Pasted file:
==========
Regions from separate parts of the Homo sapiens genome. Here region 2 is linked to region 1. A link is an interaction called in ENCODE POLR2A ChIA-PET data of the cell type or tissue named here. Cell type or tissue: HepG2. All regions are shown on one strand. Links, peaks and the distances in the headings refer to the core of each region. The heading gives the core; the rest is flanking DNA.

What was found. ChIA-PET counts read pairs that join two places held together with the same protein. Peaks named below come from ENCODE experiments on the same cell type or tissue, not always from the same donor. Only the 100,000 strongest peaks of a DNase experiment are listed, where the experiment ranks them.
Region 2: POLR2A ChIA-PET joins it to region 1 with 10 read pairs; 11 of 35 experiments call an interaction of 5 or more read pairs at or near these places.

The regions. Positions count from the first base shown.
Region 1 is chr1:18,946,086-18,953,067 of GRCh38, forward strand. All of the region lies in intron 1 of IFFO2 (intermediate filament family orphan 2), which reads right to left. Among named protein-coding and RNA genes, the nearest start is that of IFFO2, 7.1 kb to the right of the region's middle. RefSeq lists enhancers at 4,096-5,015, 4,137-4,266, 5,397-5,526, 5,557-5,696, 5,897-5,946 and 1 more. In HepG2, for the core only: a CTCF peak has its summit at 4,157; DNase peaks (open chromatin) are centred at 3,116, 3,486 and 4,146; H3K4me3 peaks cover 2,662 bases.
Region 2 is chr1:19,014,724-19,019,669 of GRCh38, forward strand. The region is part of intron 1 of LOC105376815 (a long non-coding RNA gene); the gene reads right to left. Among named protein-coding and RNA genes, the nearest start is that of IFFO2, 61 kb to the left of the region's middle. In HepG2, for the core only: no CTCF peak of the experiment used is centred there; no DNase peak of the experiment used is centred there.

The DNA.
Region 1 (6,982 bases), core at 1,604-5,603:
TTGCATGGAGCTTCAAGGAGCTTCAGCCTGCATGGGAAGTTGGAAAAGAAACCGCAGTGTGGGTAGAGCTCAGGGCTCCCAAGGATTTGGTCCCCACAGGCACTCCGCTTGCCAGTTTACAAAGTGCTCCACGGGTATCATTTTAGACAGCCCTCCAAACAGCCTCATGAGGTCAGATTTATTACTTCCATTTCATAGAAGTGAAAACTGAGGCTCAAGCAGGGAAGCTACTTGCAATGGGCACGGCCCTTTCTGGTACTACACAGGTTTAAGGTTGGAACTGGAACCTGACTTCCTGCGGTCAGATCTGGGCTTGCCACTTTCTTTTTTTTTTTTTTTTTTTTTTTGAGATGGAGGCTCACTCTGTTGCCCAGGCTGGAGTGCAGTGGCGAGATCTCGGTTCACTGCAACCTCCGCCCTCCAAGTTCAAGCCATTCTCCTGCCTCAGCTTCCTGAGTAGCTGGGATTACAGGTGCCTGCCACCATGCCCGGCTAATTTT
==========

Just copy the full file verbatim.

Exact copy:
Regions from separate parts of the Homo sapiens genome. Here region 2 is linked to region 1. A link is an interaction called in ENCODE POLR2A ChIA-PET data of the cell type or tissue named here. Cell type or tissue: HepG2. All regions are shown on one strand. Links, peaks and the distances in the headings refer to the core of each region. The heading gives the core; the rest is flanking DNA.

What was found. ChIA-PET counts read pairs that join two places held together with the same protein. Peaks named below come from ENCODE experiments on the same cell type or tissue, not always from the same donor. Only the 100,000 strongest peaks of a DNase experiment are listed, where the experiment ranks them.
Region 2: POLR2A ChIA-PET joins it to region 1 with 10 read pairs; 11 of 35 experiments call an interaction of 5 or more read pairs at or near these places.

The regions. Positions count from the first base shown.
Region 1 is chr1:18,946,086-18,953,067 of GRCh38, forward strand. All of the region lies in intron 1 of IFFO2 (intermediate filament family orphan 2), which reads right to left. Among named protein-coding and RNA genes, the nearest start is that of IFFO2, 7.1 kb to the right of the region's middle. RefSeq lists enhancers at 4,096-5,015, 4,137-4,266, 5,397-5,526, 5,557-5,696, 5,897-5,946 and 1 more. In HepG2, for the core only: a CTCF peak has its summit at 4,157; DNase peaks (open chromatin) are centred at 3,116, 3,486 and 4,146; H3K4me3 peaks cover 2,662 bases.
Region 2 is chr1:19,014,724-19,019,669 of GRCh38, forward strand. The region is part of intron 1 of LOC105376815 (a long non-coding RNA gene); the gene reads right to left. Among named protein-coding and RNA genes, the nearest start is that of IFFO2, 61 kb to the left of the region's middle. In HepG2, for the core only: no CTCF peak of the experiment used is centred there; no DNase peak of the experiment used is centred there.

The DNA.
Region 1 (6,982 bases), core at 1,604-5,603:
TTGCATGGAGCTTCAAGGAGCTTCAGCCTGCATGGGAAGTTGGAAAAGAAACCGCAGTGTGGGTAGAGCTCAGGGCTCCCAAGGATTTGGTCCCCACAGGCACTCCGCTTGCCAGTTTACAAAGTGCTCCACGGGTATCATTTTAGACAGCCCTCCAAACAGCCTCATGAGGTCAGATTTATTACTTCCATTTCATAGAAGTGAAAACTGAGGCTCAAGCAGGGAAGCTACTTGCAATGGGCACGGCCCTTTCTGGTACTACACAGGTTTAAGGTTGGAACTGGAACCTGACTTCCTGCGGTCAGATCTGGGCTTGCCACTTTCTTTTTTTTTTTTTTTTTTTTTTTGAGATGGAGGCTCACTCTGTTGCCCAGGCTGGAGTGCAGTGGCGAGATCTCGGTTCACTGCAACCTCCGCCCTCCAAGTTCAAGCCATTCTCCTGCCTCAGCTTCCTGAGTAGCTGGGATTACAGGTGCCTGCCACCATGCCCGGCTAATTTT